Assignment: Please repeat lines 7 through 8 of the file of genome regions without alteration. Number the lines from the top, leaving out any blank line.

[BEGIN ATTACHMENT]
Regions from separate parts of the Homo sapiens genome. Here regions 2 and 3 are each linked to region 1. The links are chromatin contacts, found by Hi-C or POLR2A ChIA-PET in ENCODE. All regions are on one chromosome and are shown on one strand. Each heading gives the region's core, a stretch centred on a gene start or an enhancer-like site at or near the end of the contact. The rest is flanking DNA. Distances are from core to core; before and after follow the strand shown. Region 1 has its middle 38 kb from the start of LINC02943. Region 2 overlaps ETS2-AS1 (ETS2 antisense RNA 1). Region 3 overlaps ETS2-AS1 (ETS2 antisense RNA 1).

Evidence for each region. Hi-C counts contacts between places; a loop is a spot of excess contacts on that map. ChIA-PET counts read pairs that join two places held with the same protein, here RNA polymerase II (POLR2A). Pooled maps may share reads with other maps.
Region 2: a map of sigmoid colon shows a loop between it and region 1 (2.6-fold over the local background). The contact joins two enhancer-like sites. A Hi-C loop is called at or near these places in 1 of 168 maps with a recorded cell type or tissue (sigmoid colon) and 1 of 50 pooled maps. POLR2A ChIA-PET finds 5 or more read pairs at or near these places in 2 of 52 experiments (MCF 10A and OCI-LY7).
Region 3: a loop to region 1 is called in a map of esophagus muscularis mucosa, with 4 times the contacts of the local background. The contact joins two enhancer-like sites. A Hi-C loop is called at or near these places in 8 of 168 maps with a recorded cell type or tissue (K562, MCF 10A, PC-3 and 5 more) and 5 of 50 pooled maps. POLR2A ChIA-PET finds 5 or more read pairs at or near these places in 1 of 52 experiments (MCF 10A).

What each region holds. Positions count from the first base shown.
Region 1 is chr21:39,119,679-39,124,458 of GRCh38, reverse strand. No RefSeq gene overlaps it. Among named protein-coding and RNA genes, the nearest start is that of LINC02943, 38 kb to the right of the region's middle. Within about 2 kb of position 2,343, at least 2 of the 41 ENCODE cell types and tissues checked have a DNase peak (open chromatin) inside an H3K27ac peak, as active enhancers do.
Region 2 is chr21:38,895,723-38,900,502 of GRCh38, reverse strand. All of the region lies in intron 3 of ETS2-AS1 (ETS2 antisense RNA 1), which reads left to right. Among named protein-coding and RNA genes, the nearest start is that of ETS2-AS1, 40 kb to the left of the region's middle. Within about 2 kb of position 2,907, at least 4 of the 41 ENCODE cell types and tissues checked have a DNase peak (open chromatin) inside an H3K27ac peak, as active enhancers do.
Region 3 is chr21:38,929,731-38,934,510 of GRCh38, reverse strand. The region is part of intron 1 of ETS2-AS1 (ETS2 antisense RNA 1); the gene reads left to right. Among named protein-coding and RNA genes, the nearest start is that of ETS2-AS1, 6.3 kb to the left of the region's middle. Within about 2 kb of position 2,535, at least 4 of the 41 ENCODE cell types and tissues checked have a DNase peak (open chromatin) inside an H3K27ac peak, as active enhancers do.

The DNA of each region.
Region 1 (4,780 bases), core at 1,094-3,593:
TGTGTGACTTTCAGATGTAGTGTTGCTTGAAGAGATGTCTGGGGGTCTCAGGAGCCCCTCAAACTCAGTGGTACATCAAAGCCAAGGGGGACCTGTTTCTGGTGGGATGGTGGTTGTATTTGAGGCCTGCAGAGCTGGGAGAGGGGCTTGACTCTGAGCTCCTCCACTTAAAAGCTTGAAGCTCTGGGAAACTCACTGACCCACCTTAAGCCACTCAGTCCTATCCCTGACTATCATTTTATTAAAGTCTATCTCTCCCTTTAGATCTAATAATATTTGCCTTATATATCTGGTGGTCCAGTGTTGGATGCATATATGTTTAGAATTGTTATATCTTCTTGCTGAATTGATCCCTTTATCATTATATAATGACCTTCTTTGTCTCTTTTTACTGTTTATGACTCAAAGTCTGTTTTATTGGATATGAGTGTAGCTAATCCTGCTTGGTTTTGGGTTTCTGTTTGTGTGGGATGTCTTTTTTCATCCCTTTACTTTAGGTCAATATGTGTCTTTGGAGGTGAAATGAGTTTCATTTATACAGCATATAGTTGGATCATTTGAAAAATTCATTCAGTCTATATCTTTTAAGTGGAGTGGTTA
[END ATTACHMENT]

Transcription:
Region 2 is chr21:38,895,723-38,900,502 of GRCh38, reverse strand. All of the region lies in intron 3 of ETS2-AS1 (ETS2 antisense RNA 1), which reads left to right. Among named protein-coding and RNA genes, the nearest start is that of ETS2-AS1, 40 kb to the left of the region's middle. Within about 2 kb of position 2,907, at least 4 of the 41 ENCODE cell types and tissues checked have a DNase peak (open chromatin) inside an H3K27ac peak, as active enhancers do.
Region 3 is chr21:38,929,731-38,934,510 of GRCh38, reverse strand. The region is part of intron 1 of ETS2-AS1 (ETS2 antisense RNA 1); the gene reads left to right. Among named protein-coding and RNA genes, the nearest start is that of ETS2-AS1, 6.3 kb to the left of the region's middle. Within about 2 kb of position 2,535, at least 4 of the 41 ENCODE cell types and tissues checked have a DNase peak (open chromatin) inside an H3K27ac peak, as active enhancers do.